New faces, old names qualify for 4 posts on commission, school board
Four fresh faces will be on the ballots in July and November for three of the four available seats on the Fayette County Board of Education and Board of Commissioners.
Charlie Cave of Fayetteville qualified as the only opposition to current Post 4 school board member Bob Todd in the Republican primary.
For the Post 5 school board seat being vacated by Lee Wright, only Sam Tolbert of Fayetteville qualified for the Republicans while Dr. Laura Burgess of Fayetteville qualified as a Democrat in the Post 5 race. That means Tolbert and Burgess will face off in the November general election. Wright chose not to seek re-election, citing “competing personal and professional interests.”
Current Post 5 County Commissioner Eric Maxwell will also face a challenge from Fayetteville’s Allen McCarty in the Republican primary.
The most hotly contested race, however, will be one between well-known political veterans: the three-way battle for the Post 4 county commission seat between incumbent Jack Smith, former Peachtree City Mayor Steve Brown and former County Commissioner Harold Bost.
Qualifying ended at noon Friday, per state law.
Commission Post 5 candidate McCarty, who lives on Lees Mill Road, told The Citizen Friday that he wants to see more transparency in county government and he wants the county to halt the West Fayetteville Bypass and instead pursue an eastern Fayetteville bypass, which he says is “desperately needed.” McCarty said the west Fayetteville bypass is directly affecting the property of one of his neighbors.
“We don’t have an open door policy, at least I feel we don’t, with people,” McCarty said of the current county commission.
McCarty, 67, said no one at the county level seems to be paying attention to “what the citizens want.”
McCarty is a retired broadcast engineering consultant and a 15-year resident of Fayette County. He will face Maxwell in July’s Republican primary, and no Democrats have qualified in the race.
Board of Education Post 5 candidate Sam Tolbert, running as a Republican, is a semi-retired senior manager who is currently an adjunct professor of mathematics at Gordon College in Barnesville.
Tolbert said he decided to run in part because of concerns about the school system’s financial shape.
“I have asked a number of different people who’s manning the budget and I haven’t gotten a good answer yet,” Tolbert said.
Tolbert said his background as a senior manager with “having to mind a budget and be fiscally responsible for expenditures and controls” would be an asset to the school board.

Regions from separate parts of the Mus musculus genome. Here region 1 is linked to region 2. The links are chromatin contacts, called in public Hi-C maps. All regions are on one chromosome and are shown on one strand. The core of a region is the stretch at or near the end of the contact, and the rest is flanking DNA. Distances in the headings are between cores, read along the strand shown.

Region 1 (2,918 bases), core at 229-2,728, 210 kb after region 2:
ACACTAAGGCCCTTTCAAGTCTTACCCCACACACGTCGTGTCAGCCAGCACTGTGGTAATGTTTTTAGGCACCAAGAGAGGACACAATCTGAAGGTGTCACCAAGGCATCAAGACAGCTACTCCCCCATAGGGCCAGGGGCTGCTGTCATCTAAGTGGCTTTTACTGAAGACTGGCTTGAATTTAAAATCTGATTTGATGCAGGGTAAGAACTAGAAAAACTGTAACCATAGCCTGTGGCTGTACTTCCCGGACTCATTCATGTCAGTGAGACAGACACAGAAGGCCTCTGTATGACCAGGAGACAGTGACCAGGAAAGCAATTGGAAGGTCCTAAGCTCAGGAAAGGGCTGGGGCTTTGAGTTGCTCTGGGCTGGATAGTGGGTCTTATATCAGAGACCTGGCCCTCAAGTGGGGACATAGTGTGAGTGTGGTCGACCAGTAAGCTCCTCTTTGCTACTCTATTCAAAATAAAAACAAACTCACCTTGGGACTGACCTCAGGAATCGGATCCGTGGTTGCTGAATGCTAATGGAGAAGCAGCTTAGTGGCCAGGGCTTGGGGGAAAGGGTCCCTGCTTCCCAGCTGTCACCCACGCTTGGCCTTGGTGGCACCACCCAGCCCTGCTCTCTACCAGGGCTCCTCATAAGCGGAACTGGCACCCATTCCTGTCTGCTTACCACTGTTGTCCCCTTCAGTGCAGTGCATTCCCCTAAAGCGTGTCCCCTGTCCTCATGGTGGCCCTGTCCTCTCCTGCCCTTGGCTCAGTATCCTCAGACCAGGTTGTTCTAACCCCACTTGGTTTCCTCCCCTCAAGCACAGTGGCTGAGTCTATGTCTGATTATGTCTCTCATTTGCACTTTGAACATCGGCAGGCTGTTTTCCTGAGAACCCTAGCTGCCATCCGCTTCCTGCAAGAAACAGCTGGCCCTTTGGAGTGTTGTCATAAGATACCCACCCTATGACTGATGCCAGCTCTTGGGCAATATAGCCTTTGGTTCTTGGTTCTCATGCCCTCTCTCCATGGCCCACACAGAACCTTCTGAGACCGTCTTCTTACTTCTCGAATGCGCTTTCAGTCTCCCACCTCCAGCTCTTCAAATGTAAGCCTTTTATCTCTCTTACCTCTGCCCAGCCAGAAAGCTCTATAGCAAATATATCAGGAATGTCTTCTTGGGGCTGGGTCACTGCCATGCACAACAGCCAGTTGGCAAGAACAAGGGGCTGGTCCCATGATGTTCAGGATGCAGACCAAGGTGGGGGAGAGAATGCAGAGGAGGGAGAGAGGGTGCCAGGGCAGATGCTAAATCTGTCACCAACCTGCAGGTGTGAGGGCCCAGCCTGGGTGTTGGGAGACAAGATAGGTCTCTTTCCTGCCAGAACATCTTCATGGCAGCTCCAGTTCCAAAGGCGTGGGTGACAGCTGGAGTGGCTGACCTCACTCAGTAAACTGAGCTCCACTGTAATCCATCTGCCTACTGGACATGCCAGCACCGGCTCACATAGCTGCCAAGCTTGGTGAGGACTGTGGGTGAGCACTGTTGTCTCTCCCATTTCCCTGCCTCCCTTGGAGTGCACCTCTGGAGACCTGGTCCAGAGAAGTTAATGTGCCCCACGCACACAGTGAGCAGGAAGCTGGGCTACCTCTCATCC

“My thing is I want to look at the financials and try to understand exactly what is required, what is coming in and are we able to meet a reasonable budget that grows as the county grows,” Tolbert said.
Tolbert said he also wants to look at new programs that can be offered to help students, whether by allowing them to start college earlier or adding technical education earlier on “as opposed to just going and spinning their wheels in high school courses.”
Tolbert will face Democratic candidate Dr. Laura Burgess in November’s general election.
Burgess, 56, teaches sociology and psychology at Atlanta Technical College and said she particularly wants to avoid any layoffs among teachers, paraprofessionals and school counselors.
Burgess said if the state has any reserve funds, they should be used now to avoid having a negative effect on students.
“If we lay off teachers and begin to lay off our parapros, and those who maintain the school, then what is going to become of our students and our children?” Burgess said.
Burgess said she wants to maintain the high quality of the Fayette County School System, noting that many families choose to move here based on the schools’ high marks.
Burgess said she also favors mentoring programs for children, and she is an active participant in the Big Brothers Big Sisters program.
Charlie Cave, 69, who is challenging incumbent School Board Member Bob Todd in the Post 4 race, is a retired banker who has served on several school system committees.
Cave said he decided to run in large part due to the funding cuts from the state level that have led to cutting programs, teacher pay and employee benefits. He hopes to be able to “offer some new ideas” but is quick to compliment the current board for their work, particularly in the past couple of years as the purse strings have tightened.
“The board needs to come together and be more cohesive,” Cave said, adding that even if his ideas are voted down, he will throw his support behind the matters approved by the majority. “I don’t want to add to the problem: I want to be the one to help solve the problems.”
Cave said he realized the current school board members have “taken a beating” in the past two years while “agonizing over the right thing to do.”
“Maybe I can be a new voice or a new eye on making decisions,” Cave said.
Both Cave and Todd are running as Republicans, so their race will be settled in the July 20 primary as there are no Democrats running for the seat.